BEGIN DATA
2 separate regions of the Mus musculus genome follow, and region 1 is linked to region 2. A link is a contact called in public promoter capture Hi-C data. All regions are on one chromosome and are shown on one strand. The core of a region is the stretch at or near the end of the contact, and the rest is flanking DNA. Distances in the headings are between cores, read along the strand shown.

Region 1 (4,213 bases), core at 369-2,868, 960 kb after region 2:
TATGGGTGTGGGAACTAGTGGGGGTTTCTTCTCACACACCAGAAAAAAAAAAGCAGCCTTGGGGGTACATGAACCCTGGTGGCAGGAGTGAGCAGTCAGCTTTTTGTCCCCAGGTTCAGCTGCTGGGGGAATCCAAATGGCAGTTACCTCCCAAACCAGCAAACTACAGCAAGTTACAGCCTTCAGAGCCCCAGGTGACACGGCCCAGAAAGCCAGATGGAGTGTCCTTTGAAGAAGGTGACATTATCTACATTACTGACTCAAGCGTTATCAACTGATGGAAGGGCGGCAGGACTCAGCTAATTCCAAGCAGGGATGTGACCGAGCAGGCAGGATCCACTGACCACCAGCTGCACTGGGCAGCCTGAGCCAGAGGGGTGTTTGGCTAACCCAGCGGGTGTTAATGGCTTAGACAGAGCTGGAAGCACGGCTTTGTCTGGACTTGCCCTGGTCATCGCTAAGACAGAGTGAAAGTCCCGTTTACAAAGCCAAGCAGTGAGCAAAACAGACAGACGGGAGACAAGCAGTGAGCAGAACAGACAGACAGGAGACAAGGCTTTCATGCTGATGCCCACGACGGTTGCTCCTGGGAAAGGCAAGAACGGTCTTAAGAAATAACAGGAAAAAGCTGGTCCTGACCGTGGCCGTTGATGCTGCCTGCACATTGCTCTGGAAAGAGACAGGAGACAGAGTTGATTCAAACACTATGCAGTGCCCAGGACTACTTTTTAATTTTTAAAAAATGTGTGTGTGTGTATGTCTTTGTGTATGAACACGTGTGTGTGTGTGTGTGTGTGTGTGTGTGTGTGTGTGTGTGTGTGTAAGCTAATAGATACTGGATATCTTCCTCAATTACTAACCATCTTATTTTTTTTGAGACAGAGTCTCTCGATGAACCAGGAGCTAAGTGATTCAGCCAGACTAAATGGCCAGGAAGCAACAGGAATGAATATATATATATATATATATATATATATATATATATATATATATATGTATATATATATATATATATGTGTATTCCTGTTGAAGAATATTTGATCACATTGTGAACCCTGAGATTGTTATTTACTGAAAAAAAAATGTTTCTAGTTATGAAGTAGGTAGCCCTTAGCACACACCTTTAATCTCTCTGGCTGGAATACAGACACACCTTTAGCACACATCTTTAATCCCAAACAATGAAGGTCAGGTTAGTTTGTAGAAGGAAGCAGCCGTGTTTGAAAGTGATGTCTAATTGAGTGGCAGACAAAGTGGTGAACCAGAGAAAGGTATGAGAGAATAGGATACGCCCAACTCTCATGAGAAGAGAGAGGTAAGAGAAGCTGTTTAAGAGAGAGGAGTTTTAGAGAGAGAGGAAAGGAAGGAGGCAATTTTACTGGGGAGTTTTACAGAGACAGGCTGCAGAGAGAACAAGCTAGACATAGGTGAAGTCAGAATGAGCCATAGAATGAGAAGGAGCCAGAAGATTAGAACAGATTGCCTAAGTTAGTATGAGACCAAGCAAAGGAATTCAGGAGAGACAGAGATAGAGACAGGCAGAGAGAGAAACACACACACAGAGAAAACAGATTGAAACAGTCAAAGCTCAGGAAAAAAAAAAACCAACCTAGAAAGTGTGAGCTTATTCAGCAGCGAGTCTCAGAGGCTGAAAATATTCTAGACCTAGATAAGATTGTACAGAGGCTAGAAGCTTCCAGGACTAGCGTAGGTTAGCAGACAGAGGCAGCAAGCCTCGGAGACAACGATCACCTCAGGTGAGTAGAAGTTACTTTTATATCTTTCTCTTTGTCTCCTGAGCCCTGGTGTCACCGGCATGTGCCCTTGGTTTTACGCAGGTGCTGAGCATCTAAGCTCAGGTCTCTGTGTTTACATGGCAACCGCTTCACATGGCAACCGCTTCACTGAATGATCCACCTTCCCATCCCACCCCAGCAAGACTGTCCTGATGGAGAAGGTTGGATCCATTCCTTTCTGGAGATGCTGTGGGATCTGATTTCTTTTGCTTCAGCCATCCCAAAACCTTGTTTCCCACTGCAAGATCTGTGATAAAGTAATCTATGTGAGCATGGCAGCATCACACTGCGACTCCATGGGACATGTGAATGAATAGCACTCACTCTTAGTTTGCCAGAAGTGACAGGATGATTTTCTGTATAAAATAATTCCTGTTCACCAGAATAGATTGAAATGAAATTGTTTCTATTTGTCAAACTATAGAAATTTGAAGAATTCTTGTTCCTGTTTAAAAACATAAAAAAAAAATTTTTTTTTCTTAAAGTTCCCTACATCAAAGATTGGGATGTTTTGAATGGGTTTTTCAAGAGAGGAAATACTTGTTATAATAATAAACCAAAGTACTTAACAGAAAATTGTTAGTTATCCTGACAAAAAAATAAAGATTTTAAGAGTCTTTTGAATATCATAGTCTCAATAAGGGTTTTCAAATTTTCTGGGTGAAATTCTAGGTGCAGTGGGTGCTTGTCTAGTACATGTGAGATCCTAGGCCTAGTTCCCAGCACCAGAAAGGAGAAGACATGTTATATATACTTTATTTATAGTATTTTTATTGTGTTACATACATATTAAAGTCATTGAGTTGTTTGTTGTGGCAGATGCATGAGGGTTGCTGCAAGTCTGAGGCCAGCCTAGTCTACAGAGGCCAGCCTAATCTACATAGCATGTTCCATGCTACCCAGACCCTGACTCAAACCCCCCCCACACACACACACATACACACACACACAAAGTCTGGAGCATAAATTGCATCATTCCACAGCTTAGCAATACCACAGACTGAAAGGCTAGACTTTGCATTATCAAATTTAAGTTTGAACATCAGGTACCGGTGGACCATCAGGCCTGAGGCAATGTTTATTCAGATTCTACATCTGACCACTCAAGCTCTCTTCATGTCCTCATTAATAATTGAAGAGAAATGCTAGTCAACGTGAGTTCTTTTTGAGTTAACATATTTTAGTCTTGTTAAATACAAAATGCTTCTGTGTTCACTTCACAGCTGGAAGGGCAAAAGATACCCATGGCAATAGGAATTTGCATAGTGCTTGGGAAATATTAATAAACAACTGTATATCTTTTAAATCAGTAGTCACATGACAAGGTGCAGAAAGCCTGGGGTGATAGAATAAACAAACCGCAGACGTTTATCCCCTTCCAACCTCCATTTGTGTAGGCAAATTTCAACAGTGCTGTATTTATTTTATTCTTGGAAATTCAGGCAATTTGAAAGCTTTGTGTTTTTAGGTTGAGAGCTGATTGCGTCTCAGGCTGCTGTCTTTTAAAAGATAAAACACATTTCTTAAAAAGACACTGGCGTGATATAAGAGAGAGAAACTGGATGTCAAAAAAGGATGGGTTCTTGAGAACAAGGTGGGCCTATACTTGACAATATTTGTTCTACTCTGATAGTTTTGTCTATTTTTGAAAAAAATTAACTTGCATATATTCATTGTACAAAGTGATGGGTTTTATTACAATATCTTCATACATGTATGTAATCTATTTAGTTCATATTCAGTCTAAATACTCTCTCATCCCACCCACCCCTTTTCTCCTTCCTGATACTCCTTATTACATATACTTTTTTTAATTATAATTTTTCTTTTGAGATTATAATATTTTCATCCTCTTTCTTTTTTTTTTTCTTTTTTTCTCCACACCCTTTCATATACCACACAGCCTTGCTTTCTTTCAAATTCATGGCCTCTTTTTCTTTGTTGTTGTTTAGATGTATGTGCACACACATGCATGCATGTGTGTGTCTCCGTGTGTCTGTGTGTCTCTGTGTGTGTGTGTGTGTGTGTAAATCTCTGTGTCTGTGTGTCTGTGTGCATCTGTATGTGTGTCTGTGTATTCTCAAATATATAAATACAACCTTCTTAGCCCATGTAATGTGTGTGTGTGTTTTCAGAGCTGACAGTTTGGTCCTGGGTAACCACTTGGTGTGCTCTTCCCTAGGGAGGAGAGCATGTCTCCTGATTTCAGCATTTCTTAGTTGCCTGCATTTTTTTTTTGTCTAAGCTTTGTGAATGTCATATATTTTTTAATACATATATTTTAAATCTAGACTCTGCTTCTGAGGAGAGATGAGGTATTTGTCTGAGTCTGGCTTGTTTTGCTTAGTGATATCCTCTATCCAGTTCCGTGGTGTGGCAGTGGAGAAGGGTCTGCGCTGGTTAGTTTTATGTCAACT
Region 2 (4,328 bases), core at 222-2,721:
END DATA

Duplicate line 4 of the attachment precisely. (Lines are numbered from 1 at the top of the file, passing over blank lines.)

Region 2 (4,328 bases), core at 222-2,721: